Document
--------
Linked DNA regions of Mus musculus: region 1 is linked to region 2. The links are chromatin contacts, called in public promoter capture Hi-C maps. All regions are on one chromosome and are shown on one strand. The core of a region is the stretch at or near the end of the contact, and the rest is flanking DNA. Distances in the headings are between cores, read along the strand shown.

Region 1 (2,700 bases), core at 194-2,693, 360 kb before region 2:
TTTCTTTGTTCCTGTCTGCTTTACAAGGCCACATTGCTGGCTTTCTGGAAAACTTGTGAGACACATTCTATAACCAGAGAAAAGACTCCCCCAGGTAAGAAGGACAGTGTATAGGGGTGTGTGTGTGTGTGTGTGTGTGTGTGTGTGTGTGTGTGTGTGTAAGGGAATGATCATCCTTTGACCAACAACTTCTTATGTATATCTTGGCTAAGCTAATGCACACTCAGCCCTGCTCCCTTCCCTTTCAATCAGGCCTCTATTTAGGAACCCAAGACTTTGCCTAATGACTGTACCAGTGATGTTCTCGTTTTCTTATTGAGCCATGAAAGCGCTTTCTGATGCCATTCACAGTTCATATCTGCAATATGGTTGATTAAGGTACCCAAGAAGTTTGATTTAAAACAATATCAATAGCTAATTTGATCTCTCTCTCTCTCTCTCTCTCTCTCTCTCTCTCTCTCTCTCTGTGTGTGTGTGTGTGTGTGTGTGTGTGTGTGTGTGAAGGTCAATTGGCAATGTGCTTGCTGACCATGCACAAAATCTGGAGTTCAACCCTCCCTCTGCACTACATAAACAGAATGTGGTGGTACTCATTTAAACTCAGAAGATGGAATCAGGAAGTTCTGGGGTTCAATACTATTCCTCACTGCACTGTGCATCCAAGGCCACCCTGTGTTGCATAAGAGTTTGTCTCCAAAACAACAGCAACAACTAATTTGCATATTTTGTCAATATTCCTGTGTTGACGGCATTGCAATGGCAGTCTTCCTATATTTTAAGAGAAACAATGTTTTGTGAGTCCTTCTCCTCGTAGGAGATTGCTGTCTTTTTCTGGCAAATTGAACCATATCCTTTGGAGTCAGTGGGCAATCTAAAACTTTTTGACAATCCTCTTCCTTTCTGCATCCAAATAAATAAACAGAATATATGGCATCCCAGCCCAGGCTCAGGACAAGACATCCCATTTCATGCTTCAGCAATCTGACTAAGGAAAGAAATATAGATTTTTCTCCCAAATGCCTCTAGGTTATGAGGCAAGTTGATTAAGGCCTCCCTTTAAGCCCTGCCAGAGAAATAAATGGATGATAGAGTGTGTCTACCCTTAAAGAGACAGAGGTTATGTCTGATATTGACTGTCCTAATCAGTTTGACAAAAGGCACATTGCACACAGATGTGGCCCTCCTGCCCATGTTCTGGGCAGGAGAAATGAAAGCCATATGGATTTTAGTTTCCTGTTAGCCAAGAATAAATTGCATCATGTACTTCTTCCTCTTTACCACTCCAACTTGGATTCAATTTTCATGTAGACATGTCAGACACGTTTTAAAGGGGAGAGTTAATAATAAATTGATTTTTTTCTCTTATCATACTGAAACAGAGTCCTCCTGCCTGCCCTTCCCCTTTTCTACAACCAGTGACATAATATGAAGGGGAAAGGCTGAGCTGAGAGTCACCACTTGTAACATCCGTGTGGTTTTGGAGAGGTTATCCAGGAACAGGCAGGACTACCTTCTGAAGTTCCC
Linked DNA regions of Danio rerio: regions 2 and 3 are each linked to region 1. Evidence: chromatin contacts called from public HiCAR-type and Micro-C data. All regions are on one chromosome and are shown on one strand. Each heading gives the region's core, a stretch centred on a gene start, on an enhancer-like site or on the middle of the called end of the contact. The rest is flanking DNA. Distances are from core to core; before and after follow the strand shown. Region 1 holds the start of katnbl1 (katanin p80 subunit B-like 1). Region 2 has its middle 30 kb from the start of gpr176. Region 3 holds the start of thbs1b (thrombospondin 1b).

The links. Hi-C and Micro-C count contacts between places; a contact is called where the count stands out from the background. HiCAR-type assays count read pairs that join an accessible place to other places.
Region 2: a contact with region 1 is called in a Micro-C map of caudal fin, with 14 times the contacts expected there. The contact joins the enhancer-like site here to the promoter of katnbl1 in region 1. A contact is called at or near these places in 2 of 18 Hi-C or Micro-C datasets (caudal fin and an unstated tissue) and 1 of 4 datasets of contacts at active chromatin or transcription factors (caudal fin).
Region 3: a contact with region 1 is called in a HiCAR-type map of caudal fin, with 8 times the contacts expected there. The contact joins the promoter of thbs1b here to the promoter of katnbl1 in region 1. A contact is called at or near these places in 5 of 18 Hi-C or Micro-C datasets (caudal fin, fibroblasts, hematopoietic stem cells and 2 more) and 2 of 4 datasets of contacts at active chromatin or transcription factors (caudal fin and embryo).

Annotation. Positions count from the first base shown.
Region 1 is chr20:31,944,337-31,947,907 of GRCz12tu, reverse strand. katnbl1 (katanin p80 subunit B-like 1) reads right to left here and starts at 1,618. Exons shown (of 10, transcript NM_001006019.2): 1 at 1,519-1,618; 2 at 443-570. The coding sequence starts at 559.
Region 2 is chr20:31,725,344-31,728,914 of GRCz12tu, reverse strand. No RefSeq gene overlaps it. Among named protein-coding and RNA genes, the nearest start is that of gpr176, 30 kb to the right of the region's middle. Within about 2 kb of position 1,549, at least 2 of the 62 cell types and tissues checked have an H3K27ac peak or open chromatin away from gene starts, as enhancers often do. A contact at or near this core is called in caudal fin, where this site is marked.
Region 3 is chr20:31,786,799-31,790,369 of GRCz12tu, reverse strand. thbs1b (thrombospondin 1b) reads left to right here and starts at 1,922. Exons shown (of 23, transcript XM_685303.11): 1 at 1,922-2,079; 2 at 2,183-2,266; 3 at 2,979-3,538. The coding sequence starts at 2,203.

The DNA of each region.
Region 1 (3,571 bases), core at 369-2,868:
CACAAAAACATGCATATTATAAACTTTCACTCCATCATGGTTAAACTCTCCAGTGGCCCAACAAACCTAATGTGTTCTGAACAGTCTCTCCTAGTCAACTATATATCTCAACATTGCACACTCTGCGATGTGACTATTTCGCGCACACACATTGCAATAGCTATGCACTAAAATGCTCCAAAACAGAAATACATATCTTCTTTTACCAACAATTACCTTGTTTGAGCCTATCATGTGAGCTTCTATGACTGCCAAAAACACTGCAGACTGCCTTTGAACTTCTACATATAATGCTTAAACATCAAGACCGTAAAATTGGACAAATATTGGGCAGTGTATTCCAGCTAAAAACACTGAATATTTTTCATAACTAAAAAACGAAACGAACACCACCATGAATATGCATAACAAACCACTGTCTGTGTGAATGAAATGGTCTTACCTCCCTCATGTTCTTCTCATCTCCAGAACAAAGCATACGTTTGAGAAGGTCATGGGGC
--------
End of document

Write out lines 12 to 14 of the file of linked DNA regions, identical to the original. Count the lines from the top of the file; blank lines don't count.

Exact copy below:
The DNA of each region.
Region 1 (3,571 bases), core at 369-2,868:
CACAAAAACATGCATATTATAAACTTTCACTCCATCATGGTTAAACTCTCCAGTGGCCCAACAAACCTAATGTGTTCTGAACAGTCTCTCCTAGTCAACTATATATCTCAACATTGCACACTCTGCGATGTGACTATTTCGCGCACACACATTGCAATAGCTATGCACTAAAATGCTCCAAAACAGAAATACATATCTTCTTTTACCAACAATTACCTTGTTTGAGCCTATCATGTGAGCTTCTATGACTGCCAAAAACACTGCAGACTGCCTTTGAACTTCTACATATAATGCTTAAACATCAAGACCGTAAAATTGGACAAATATTGGGCAGTGTATTCCAGCTAAAAACACTGAATATTTTTCATAACTAAAAAACGAAACGAACACCACCATGAATATGCATAACAAACCACTGTCTGTGTGAATGAAATGGTCTTACCTCCCTCATGTTCTTCTCATCTCCAGAACAAAGCATACGTTTGAGAAGGTCATGGGGC